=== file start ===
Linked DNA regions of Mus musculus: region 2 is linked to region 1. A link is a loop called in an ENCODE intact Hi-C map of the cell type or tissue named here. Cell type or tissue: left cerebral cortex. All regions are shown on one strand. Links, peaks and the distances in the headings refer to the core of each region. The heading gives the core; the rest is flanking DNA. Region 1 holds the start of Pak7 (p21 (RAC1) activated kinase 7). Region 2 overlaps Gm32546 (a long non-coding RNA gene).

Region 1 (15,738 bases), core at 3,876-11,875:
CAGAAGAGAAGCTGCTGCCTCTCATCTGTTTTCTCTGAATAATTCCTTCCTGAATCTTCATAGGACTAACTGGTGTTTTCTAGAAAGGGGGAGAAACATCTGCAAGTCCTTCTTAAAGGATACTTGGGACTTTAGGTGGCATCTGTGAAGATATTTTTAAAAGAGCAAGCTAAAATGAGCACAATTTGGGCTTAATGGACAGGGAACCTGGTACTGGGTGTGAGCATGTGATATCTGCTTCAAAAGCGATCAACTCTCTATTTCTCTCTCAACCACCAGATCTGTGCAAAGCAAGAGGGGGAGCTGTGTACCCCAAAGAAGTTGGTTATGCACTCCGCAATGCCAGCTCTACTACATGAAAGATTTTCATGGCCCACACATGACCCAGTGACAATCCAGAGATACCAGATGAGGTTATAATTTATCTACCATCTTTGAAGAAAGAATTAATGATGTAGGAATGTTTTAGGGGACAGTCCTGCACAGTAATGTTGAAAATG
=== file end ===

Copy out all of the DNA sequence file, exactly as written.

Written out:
Linked DNA regions of Mus musculus: region 2 is linked to region 1. A link is a loop called in an ENCODE intact Hi-C map of the cell type or tissue named here. Cell type or tissue: left cerebral cortex. All regions are shown on one strand. Links, peaks and the distances in the headings refer to the core of each region. The heading gives the core; the rest is flanking DNA. Region 1 holds the start of Pak7 (p21 (RAC1) activated kinase 7). Region 2 overlaps Gm32546 (a long non-coding RNA gene).

Region 1 (15,738 bases), core at 3,876-11,875:
CAGAAGAGAAGCTGCTGCCTCTCATCTGTTTTCTCTGAATAATTCCTTCCTGAATCTTCATAGGACTAACTGGTGTTTTCTAGAAAGGGGGAGAAACATCTGCAAGTCCTTCTTAAAGGATACTTGGGACTTTAGGTGGCATCTGTGAAGATATTTTTAAAAGAGCAAGCTAAAATGAGCACAATTTGGGCTTAATGGACAGGGAACCTGGTACTGGGTGTGAGCATGTGATATCTGCTTCAAAAGCGATCAACTCTCTATTTCTCTCTCAACCACCAGATCTGTGCAAAGCAAGAGGGGGAGCTGTGTACCCCAAAGAAGTTGGTTATGCACTCCGCAATGCCAGCTCTACTACATGAAAGATTTTCATGGCCCACACATGACCCAGTGACAATCCAGAGATACCAGATGAGGTTATAATTTATCTACCATCTTTGAAGAAAGAATTAATGATGTAGGAATGTTTTAGGGGACAGTCCTGCACAGTAATGTTGAAAATG